Outdoors Column: Insect Control

When a person steps out of the house, it is easy to tell of the success the wren has had nesting in the decorative bird house that hangs on the porch. There apparently is a large group of hungry babies in the house. Whenever they hear a noise, they assume it is their mother returning with some food and make as much noise as possible to attract her attention. It is amazing to watch her ferrying food from the nearby trees to her noisy brood. It appears she only feeds them insects. This is a good thing. We need as much insect control as we can get. I am sure the little mother will be happy to see the young grow up and fly away. She has to be exhausted from hunting and feeding all her babies.


The purple martins have hatched and left the nest. They all still seem to be hanging around, also eating vast numbers of insects. I am not sure how many martins we have but I estimate approximately 75 birds. In the mornings and evenings, they swarm the yard and around the house like a scene from the Hitchcock movie, “The Birds.” The difference is, they are attacking every bug that moves rather than people. They gather on the house we put out for them and tell the world what nice people we are. That might not be what they are singing about, but they seem quite happy.


Three pair of barn swallows has turned into fifteen swallows since the young have left the nest. They have learned, the lawn mower kicks up the hard to reach bugs in the grass. When I start the lawn mower, a swarm of birds follow, swooping down and eating the bugs that are trying to escape the lawnmower blade or are too slow and get ejected from the mower deck. Their graceful diving and acrobatic catching of insects is quite entertaining.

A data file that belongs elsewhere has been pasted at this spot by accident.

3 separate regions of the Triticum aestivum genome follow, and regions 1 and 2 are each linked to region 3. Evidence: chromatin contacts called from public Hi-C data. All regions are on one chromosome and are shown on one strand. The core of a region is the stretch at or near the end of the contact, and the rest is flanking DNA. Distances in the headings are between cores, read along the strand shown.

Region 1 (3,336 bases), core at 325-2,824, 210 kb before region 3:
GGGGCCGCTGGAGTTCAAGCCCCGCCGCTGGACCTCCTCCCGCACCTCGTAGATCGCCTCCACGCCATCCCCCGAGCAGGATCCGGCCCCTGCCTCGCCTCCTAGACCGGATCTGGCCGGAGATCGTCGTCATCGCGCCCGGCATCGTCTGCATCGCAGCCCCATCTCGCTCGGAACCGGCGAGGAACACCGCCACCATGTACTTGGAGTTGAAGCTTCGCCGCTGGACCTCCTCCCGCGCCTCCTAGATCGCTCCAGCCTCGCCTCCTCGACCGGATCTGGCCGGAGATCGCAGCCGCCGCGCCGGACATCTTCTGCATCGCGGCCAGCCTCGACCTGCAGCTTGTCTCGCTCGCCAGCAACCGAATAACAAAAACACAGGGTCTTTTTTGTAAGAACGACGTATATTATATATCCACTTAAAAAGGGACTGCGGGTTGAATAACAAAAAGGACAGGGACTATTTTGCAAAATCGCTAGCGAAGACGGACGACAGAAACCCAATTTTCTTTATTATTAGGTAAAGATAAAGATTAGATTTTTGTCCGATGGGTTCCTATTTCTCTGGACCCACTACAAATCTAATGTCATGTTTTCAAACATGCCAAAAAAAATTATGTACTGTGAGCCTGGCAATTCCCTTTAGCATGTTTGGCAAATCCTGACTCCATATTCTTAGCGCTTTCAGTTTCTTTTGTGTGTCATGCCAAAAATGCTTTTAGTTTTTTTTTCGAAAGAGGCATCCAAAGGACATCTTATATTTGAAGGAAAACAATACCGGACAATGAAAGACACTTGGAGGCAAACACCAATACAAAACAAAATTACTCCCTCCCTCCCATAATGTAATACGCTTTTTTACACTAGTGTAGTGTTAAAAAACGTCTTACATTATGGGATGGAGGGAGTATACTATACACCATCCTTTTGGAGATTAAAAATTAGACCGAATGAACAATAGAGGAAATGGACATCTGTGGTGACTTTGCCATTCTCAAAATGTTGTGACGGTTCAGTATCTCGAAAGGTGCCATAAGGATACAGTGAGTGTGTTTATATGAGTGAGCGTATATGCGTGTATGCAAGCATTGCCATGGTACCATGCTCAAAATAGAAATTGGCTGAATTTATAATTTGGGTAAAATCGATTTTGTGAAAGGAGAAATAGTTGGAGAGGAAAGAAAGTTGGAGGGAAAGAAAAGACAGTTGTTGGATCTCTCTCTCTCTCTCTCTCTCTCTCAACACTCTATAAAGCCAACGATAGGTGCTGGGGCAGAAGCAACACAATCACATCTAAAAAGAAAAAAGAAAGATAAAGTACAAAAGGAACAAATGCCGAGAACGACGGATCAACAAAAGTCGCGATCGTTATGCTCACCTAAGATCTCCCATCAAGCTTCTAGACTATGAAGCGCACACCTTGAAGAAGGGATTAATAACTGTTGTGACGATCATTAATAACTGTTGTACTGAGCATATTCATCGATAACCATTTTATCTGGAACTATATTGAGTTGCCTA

The only time we are still bothered by insects is when we are fishing near or after sunset. Not all of the mosquitoes in the area have been eaten yet. We do have a fair number of bats that are working on the problem. Mosquitoes will buzz around a person’s head and bats will swoop in to catch them. I do not have a problem with them but my wife finds this to be a bit unnerving. I have tried to get her to think of the bats as swallows or martins that hunt at night. She does not buy that. She would rather get mosquito bit or just give up fishing for the evening than have bats flying around her face.


We have found effective insect control to be fairly easy. A person only needs to provide habitat for animals you want to attract. By doing what comes naturally, wildlife will solve the insect control problem.